Confidential Safe & Supportive

New to Counselling? Some Questions Answered

Approaching a counsellor for the first time can be daunting.  There may be many questions running through your head.  Such as:

  • What if I don’t like my therapist?
  • What will we talk about?
  • What if I want to change therapists?
  • Can this therapist really help me?
  • Is it safe to see a therapist?
  • How long will I need to see a therapist?

These are just some of the questions that come up for people seeking therapy for the first time.   Sometimes your therapist will have similar questions or worries about the beginning of a new relationship.  This is all normal and a part of the process.

Like in all professions, there are a few bad apples. A registered and qualified counsellor can be in a really good position to support you with whatever life difficulty you may be experiencing.

What if I don’t like my therapist?

It’s perfectly fine to not like your therapist. Maybe they remind you of someone in the past who was mean to you. It really doesn’t matter what the reason is. If you believe that you and your therapist aren’t going to develop a positive and constructive rapport then it’s better to move on.  Most successful therapy depends on your relationship with the therapist – this is called the Therapeutic Alliance.  However, there is no reason to move on if you believe the therapist is providing you with the proper level of service and care. Remember, you might not get what you want but you might just get what you need.  Bottom line is it’s your choice, there are no lock-in contracts and you are free to end counselling whenever you want to. Remember that sometimes your therapist would like some feedback if you decide to end therapy.

What will we talk about?

Most new clients and some more experienced will have this worry. However, therapy is often goal orientated and client-centered. So there is no need to worry. Often once the session starts the therapist might review the last session and ask you to elaborate on the  previous week or fortnight. You will then get an opportunity to discuss whatever is on your mind. The therapist will have a good idea of where the sessions will be leading and have some goals for you, but a therapy session is yours to discuss whatever you want and the therapist can be led by you. Sometimes, I have had clients come to sessions with notes and dot points they would like to go over with me; which is great.   Sometimes there may be a moment or two of silence between you and your therapist, that’s ok too as you both need to process and think about what has been said. Silence in therapy isn’t  a bad thing.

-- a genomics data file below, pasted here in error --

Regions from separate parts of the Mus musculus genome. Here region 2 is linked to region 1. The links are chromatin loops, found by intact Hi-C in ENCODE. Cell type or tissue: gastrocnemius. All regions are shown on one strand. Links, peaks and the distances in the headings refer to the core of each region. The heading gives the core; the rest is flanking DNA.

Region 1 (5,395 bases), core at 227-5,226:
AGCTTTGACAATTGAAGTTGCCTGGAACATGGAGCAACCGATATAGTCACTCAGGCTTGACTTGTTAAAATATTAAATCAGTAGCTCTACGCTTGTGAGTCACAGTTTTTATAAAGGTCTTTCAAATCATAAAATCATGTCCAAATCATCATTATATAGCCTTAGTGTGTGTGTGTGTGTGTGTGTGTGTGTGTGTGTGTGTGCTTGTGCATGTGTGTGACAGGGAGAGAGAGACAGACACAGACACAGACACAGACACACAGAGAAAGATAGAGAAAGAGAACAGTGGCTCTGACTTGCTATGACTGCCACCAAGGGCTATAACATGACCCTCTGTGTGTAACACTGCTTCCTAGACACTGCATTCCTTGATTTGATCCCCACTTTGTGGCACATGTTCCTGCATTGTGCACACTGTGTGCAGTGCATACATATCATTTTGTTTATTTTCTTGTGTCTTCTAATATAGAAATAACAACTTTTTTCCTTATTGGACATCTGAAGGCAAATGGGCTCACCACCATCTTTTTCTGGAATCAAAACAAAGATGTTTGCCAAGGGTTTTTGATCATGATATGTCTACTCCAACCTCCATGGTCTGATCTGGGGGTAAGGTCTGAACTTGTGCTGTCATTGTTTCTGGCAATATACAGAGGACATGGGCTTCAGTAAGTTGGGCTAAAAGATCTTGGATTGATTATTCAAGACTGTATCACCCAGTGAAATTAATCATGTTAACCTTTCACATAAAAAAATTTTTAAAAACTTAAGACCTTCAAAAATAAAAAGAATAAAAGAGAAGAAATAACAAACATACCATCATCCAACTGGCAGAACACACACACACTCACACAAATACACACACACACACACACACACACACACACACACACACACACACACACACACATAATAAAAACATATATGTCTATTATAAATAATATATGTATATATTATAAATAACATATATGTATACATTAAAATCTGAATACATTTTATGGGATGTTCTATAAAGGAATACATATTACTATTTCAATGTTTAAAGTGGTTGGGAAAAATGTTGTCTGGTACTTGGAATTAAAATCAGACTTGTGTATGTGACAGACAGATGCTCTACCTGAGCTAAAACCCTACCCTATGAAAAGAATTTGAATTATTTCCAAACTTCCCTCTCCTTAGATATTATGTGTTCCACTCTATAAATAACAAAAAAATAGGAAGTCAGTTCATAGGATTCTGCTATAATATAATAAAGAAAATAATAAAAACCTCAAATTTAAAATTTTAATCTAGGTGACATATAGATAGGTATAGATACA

What if I want to change therapists?

That’s ok too. In fact, if you’re looking to change therapists, your current therapist is often willing to provide you with details of other therapists in the area who might be better suited to you. Changing therapists isn’t a problem. However, talk to your therapist first about what is happening for you and why you are thinking of changing therapists.  Maybe there is something the therapist is unaware of and can change. Remember, although changing therapists is up to you and your prerogative, working through issues with your therapist can be beneficial and actually support positive change. When you leave a therapist, be aware you will need to re-share your stories with the new therapist too.